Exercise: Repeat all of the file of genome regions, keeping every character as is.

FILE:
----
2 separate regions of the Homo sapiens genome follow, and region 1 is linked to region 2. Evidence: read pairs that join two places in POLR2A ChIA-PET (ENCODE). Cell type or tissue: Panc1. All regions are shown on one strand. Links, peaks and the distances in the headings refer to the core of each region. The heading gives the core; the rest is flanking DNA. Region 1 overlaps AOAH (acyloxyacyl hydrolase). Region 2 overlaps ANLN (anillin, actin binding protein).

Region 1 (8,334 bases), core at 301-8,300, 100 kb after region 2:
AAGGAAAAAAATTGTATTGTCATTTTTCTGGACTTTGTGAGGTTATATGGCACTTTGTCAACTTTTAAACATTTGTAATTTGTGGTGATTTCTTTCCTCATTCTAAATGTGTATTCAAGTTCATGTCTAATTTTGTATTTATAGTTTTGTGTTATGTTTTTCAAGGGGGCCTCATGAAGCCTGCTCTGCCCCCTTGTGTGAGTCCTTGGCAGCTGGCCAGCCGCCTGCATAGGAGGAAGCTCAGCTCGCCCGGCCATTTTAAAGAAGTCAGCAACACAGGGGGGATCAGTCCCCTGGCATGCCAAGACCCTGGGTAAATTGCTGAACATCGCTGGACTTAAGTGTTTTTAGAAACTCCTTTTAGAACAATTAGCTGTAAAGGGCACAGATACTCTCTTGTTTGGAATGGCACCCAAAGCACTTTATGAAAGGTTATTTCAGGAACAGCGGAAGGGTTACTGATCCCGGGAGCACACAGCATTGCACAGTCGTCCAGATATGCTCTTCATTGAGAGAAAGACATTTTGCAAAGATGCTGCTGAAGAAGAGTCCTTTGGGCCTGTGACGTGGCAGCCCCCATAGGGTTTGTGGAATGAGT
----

2 separate regions of the Homo sapiens genome follow, and region 1 is linked to region 2. Evidence: read pairs that join two places in POLR2A ChIA-PET (ENCODE). Cell type or tissue: Panc1. All regions are shown on one strand. Links, peaks and the distances in the headings refer to the core of each region. The heading gives the core; the rest is flanking DNA. Region 1 overlaps AOAH (acyloxyacyl hydrolase). Region 2 overlaps ANLN (anillin, actin binding protein).

Region 1 (8,334 bases), core at 301-8,300, 100 kb after region 2:
AAGGAAAAAAATTGTATTGTCATTTTTCTGGACTTTGTGAGGTTATATGGCACTTTGTCAACTTTTAAACATTTGTAATTTGTGGTGATTTCTTTCCTCATTCTAAATGTGTATTCAAGTTCATGTCTAATTTTGTATTTATAGTTTTGTGTTATGTTTTTCAAGGGGGCCTCATGAAGCCTGCTCTGCCCCCTTGTGTGAGTCCTTGGCAGCTGGCCAGCCGCCTGCATAGGAGGAAGCTCAGCTCGCCCGGCCATTTTAAAGAAGTCAGCAACACAGGGGGGATCAGTCCCCTGGCATGCCAAGACCCTGGGTAAATTGCTGAACATCGCTGGACTTAAGTGTTTTTAGAAACTCCTTTTAGAACAATTAGCTGTAAAGGGCACAGATACTCTCTTGTTTGGAATGGCACCCAAAGCACTTTATGAAAGGTTATTTCAGGAACAGCGGAAGGGTTACTGATCCCGGGAGCACACAGCATTGCACAGTCGTCCAGATATGCTCTTCATTGAGAGAAAGACATTTTGCAAAGATGCTGCTGAAGAAGAGTCCTTTGGGCCTGTGACGTGGCAGCCCCCATAGGGTTTGTGGAATGAGT